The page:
Rush: Directed by Ron Howard

The passions, personalities and competitive extremes of these characters—not to mention his experience on his last film with Peter Morgan—convinced two-time Oscar-winner Ron Howard to direct Rush. “I had the pleasure of working with Peter on Frost/Nixon and when he told me about the remarkable conflict between these two amazing characters, I found the story completely irresistible,” Howard explains.

“The characters are so rich. The rivalry between James Hunt and Niki Lauda was dramatic. It was violent, sexy and, ultimately, it was very emotional and triumphant—the makings of a great screen drama. During the 1976 season, everything intensified. Everyone, even people who didn’t necessarily follow the sport, was talking about it. Everyone was writing about it because they were such opposites. It not only makes for great drama, it’s a dichotomy that creates a lot of humor. And given the world in which they exist, it was a fresh story with totally unique characters.

“What Peter is great at is looking at characters,” continues the director. “When he deals with true stories, he’s fantastic at discerning what it is that makes them tick, what is that thing that gets under their skin in positive or negative ways and how to build scenes around that. Some of the scenes are purely factual, some are dramatic illustrations but they’re all meant to serve these ideas he’s developed. So, the results are always very honest, if not 1,000-percent authentic.”

It’s no coincidence that Howard’s latest project, along with his Oscar-nominated films Apollo 13 and Frost/Nixon, is set in the 1970s.  He admits that he’s long been captivated by the era. “It’s a very sexy, fascinating period in global history and popular culture,” he explains. “I believe that by using today’s cinematic technology, with a classic look at a remarkable time, we’ve made something that cuts through to the audience and feels fresh, rewarding and exciting.”

This era was the same as his transition from performer to filmmaker. “When this story was taking place, Happy Days was becoming a No. 1 show around the world,” Howard says. “So, I recognized the cultural differences of that period. It was the tail end of the sexual revolution, where there was nothing to fear and everything to celebrate…when sex was safe and driving was dangerous. The drive to express yourself, take chances and stand for something unique and particular was depoliticized coming out of the ’60s, but it was still there on a cultural level. When I hear wild stories about Formula 1, I realize people don’t quite do those things today but they are not entirely alien to my own understanding of what the world of celebrity was like in the ’70s.”

Their wish list of directors had been a short one, and the producers agreed they had the top name on the list. “Ron is one of the great American film directors,” Oliver says. “Having him involved in a European racing project is a huge plus for the success of the film. It wasn’t a big stretch to believe that the man who brought us into the world of astronauts and firefighters could make a great movie about race drivers.”

Eaton appreciated the indefatigable energy the crew would find in its leader. He commends: “When we were looking around for directors, Peter had breakfast with Ron in Los Angeles and Ron told him how much he wanted to do the film. He’s a huge sports fan and even though he wasn’t really familiar with Formula 1, he appreciates the drama inherent in sports competition. Ron also has the same energy and drive as the two lead characters. It’s inspiring to work with him because of his attention to detail and his raw energy. He was the perfect person to direct this movie.”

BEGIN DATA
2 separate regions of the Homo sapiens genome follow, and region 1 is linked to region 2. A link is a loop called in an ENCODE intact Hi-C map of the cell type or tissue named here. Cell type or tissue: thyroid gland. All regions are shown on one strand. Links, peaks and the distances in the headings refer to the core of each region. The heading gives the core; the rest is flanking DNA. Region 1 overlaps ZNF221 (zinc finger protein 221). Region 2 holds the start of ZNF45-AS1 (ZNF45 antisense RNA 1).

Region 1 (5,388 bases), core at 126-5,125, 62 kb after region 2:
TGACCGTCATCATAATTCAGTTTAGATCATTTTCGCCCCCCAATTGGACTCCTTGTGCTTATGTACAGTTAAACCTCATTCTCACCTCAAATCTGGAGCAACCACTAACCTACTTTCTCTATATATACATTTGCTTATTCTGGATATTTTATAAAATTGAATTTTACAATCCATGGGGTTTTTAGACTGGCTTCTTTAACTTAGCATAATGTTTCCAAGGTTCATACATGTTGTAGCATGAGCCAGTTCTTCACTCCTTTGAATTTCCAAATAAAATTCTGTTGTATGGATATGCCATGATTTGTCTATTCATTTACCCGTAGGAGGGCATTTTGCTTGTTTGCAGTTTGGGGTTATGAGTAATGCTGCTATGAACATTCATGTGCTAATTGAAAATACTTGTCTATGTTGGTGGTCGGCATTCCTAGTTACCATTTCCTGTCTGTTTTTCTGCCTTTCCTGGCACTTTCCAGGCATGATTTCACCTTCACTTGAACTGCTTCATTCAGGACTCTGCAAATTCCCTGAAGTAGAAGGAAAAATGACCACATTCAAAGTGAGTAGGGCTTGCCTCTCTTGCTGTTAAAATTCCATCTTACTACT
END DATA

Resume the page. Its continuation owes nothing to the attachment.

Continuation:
The producers knew that Howard could find the humanity in real characters from recent history better than most. “From the mathematician in A Beautiful Mind to the astronauts in Apollo 13, he excels at capturing an environment in which real people operate,” says Fellner. “It’s a plus that he came in knowing little about the sport. It’s been my experience that if you have a director who comes to a film without knowing everything there is to know about the subject material, you often get a more interesting point of view. Ron’s take on this world brings us to places no other director could have taken us.”

“One of the most exciting aspects of the film was Ron Howard’s involvement,” says executive producer Tobin Armbrust. “Watching him work first-hand, I was inspired by his ability to move smoothly between heart-pounding race sequences and intimate character moments.”

Joining the production team on Rush was Howard’s longtime partner at Imagine Entertainment, Oscar-winning producer Brian Grazer, who found himself as intrigued by Morgan’s script as he was by the writer’s last screenplay for Imagine. “Ron and I worked with Peter on Frost/Nixon,” Grazer relays, “and Peter has this ability to study somebody and at the same time get so microscopic that he can see the pores in their skin.”

Morgan’s latest examination of the machinations of men was just as laser focused and explains where this project sits in the canon of films that he’s produced with Howard. He notes: “The continuity that Rush shares with the other films from Ron and me is that it’s about the characters’ identities, about how their psyche works. Rush is also about two men who have giant flaws who are competing with each other. Oddly enough, this film isn’t about winning the race, it’s about how these men overcome their flaws through a competition and become more complete. Their victories lie within. Ultimately, James and Niki not only improved themselves through the racing, they improved each other’s self-worth.”